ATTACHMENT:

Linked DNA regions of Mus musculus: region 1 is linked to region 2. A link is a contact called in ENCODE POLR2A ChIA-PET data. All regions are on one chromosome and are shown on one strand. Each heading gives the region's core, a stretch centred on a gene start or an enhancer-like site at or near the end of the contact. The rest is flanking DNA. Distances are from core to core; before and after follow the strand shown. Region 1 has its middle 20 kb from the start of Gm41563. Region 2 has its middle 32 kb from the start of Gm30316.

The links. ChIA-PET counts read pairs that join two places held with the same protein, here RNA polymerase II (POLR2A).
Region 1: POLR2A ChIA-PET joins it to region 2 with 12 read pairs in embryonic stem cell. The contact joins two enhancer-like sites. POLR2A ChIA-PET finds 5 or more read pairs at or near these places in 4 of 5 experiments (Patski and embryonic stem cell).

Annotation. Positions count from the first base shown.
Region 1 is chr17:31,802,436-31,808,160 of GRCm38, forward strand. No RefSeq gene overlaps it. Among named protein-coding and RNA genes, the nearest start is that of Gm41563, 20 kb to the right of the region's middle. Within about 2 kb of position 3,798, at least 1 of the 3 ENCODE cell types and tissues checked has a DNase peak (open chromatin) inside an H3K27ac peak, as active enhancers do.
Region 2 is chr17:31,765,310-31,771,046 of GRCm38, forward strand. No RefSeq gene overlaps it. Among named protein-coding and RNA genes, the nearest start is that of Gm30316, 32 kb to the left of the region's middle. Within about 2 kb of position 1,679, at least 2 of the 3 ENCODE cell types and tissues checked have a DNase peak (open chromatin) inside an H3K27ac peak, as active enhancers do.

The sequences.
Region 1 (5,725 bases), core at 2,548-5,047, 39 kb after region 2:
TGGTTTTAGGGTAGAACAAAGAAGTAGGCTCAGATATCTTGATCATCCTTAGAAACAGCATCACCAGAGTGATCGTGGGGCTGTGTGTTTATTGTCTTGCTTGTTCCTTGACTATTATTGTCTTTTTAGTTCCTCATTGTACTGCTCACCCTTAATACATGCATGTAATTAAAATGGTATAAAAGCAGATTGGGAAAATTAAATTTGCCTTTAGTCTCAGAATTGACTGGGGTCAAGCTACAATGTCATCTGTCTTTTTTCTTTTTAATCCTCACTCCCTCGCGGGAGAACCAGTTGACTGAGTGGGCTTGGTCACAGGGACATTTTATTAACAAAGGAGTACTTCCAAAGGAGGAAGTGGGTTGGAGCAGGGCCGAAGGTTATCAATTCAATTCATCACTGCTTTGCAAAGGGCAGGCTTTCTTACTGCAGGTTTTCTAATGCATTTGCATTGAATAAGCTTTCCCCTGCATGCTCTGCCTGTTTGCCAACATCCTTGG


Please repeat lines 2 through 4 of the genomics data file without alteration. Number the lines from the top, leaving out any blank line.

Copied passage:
The links. ChIA-PET counts read pairs that join two places held with the same protein, here RNA polymerase II (POLR2A).
Region 1: POLR2A ChIA-PET joins it to region 2 with 12 read pairs in embryonic stem cell. The contact joins two enhancer-like sites. POLR2A ChIA-PET finds 5 or more read pairs at or near these places in 4 of 5 experiments (Patski and embryonic stem cell).

Annotation. Positions count from the first base shown.